How Do We Talk about Recent Incidents of Anti-Semitism?
Prominent black celebrities like Nick Cannon, DeSean Jackson, and Ice Cube have all faced fallout for anti-Semitic posts and comments in the past week. At a time when building solidarity between black and Jewish communities is of utmost importance, how do we talk constructively about these incidents of anti-Semitism? More at Forbes.
Our fears about antisemitism are warranted. Antisemitism is real – and it’s tougher for those who are obviously Jewish in public. It can be isolating to feel like others aren’t showing up for us even when we show up for them. We can hold this truth AND we MUST still fight anti-Black racism. The two aren’t mutually exclusive.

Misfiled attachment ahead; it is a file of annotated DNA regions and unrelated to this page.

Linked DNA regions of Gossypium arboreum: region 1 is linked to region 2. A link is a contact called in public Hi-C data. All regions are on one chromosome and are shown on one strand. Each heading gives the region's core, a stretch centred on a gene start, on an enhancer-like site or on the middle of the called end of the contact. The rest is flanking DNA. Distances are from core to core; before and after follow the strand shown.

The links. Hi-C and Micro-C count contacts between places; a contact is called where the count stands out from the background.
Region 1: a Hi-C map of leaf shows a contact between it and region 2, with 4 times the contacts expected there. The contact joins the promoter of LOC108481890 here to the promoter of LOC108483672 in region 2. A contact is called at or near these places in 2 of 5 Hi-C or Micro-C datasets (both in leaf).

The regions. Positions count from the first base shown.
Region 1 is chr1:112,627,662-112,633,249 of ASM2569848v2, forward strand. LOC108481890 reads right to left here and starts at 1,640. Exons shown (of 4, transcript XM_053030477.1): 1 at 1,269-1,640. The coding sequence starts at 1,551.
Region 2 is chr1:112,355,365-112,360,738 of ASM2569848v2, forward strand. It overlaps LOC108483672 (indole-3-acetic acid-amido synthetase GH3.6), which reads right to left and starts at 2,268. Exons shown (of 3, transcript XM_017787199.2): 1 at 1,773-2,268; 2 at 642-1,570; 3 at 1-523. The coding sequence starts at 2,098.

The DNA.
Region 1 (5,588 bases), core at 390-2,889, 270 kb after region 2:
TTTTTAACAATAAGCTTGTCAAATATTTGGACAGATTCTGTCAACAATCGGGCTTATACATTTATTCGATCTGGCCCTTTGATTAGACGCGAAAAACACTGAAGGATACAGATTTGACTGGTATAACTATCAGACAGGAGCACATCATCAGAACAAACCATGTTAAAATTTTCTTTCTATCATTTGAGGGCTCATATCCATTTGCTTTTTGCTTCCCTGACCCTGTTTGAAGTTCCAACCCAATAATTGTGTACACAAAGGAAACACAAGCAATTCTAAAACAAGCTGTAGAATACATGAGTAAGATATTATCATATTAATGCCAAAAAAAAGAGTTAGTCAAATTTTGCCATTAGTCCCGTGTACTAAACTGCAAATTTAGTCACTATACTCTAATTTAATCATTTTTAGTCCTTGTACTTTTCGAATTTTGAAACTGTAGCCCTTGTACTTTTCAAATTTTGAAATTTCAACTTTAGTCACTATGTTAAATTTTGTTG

Recent incidents of anti-Semitic tweets and posts from sports and entertainment celebrities are a very troubling omen for the future of the Black Lives Matter movement, but so too is the shocking lack of massive indignation. Given the New Woke-fulness in Hollywood and the sports world, we expected more passionate public outrage. What we got was a shrug of meh-rage.
Black Lives Matter, which most American Jews support for noble reasons, continues to carry a torch for the boycott, divestment and sanctions movement and spouts blood libels against the Israel Defense Forces. Racism and anti-Semitism are operating on different levels of social respectability. From a charge of racism, there is no redemption. Anti-Semitism, however, now is a hatred without limits. Almost no Jew-hatred is beyond the pale.